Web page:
|Chen, Yanping - Judy|
Submitted to: Applied and Environmental Microbiology
Publication Type: Peer Reviewed Journal
Publication Acceptance Date: 8/4/2004
Publication Date: 8/4/2004
Citation: Chen, Y.P., Higgins, J.A., Feldlaufer, M.F. 2004. Quantitative real-time reverse transcription-pcr analysis of deformed wing virus infection in the honeybee (apis mellifera l.). Applied and Environmental Microbiology.71(1):436-441.
Interpretive Summary: Deformed wing virus (DWV) is a honey bee virus that has recently been found in the United States. When we tested honey bees for DWV, both bees with deformed wings and those with apparently normal wings contained virus. Using molecular techniques we determined the amounts of virus in individual bees representing these two groups. Not surprisingly, honey bees with deformed wings contained higher levels of virus than bees with normal wings. We also determined virus levels in immature bees to determine if levels in immature bees could be used to predict whether or not adult bees would have symptoms. The methodologies described in this research will be used as a diagnostic tool by other scientists to determine levels of virus necessary to adversely affect bees.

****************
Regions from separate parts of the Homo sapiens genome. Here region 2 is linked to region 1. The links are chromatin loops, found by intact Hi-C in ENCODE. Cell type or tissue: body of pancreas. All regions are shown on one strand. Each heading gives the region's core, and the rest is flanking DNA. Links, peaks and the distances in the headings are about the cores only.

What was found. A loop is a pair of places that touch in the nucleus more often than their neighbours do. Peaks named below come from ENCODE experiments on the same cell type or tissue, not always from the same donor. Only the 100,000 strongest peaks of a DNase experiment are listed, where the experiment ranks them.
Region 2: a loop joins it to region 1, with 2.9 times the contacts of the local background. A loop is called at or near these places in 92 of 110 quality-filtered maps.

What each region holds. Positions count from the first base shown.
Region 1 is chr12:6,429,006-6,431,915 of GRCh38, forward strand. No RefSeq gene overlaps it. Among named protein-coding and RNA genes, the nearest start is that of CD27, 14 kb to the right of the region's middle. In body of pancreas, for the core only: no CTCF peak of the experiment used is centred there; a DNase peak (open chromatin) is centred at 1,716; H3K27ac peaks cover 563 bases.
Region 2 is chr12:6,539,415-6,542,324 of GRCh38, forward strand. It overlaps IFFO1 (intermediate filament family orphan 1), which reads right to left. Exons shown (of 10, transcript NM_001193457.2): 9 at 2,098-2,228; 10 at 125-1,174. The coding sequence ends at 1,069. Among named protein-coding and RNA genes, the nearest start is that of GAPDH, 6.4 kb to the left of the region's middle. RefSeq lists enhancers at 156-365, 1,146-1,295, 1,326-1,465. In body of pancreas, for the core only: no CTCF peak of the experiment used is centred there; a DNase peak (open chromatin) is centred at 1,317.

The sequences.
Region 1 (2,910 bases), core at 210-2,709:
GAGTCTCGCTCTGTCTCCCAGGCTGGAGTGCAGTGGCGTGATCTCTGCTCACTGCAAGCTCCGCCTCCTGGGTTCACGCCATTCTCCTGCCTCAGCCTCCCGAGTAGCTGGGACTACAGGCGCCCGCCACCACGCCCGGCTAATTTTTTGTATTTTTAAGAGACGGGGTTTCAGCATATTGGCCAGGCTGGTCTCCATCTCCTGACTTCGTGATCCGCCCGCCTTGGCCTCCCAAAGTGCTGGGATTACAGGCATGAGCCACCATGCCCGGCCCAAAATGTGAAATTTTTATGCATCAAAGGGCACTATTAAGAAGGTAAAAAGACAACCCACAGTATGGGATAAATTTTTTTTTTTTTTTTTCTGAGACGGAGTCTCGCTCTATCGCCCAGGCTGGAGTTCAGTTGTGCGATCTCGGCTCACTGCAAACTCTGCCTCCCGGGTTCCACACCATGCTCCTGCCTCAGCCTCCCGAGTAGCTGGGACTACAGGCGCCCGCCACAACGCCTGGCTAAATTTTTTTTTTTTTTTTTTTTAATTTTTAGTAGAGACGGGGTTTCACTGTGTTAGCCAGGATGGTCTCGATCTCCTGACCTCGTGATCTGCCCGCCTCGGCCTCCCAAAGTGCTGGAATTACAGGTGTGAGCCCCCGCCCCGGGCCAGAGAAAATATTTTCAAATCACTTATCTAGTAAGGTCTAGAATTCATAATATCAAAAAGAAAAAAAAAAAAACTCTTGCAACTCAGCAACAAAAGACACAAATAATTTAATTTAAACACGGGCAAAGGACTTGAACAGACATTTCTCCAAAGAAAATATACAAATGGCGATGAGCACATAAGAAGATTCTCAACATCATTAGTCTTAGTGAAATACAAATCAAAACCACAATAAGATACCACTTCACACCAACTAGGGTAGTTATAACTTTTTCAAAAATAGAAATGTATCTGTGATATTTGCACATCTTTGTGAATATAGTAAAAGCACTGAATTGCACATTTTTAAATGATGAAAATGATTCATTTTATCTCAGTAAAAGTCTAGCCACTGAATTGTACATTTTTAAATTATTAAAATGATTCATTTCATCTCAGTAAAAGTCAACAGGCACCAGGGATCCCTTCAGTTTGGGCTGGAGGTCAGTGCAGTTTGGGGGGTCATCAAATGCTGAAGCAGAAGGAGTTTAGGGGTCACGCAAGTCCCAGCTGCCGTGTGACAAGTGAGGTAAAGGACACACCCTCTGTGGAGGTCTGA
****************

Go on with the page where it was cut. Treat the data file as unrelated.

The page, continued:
Technical Abstract: Deformed wing virus (DWV) is a honey bee virus that can cause wing deformity and premature death in adults, though like many other bee viruses, DWV generally persists as a latent infection with no apparent symptoms. Using RT-PCR and Southern hybridization, we detected DWV in all life stages of honey bees including adults, with and without deformed wings. We also found DWV in the parasitic mite, Varroa destructor, suggesting this mite may be involved in the transmission of DWV. However, the detection of virus in life stages not normally associated with mite parasitism, i.e. eggs and larvae, suggests other modes of transmission. Levels of DWV in different life stages of bees were investigated by TaqMan real time quantitative RT-PCR. Amounts of virus varied significantly in these different stages, with the highest levels occurring in pupae and adult worker bees with deformed wings. Variability in virus titer may reflect the different abilities of bees to resist DWV infection and replication. The epidemiology of DWV is discussed and factors such as mite infestation, malnutrition, and climate are considered.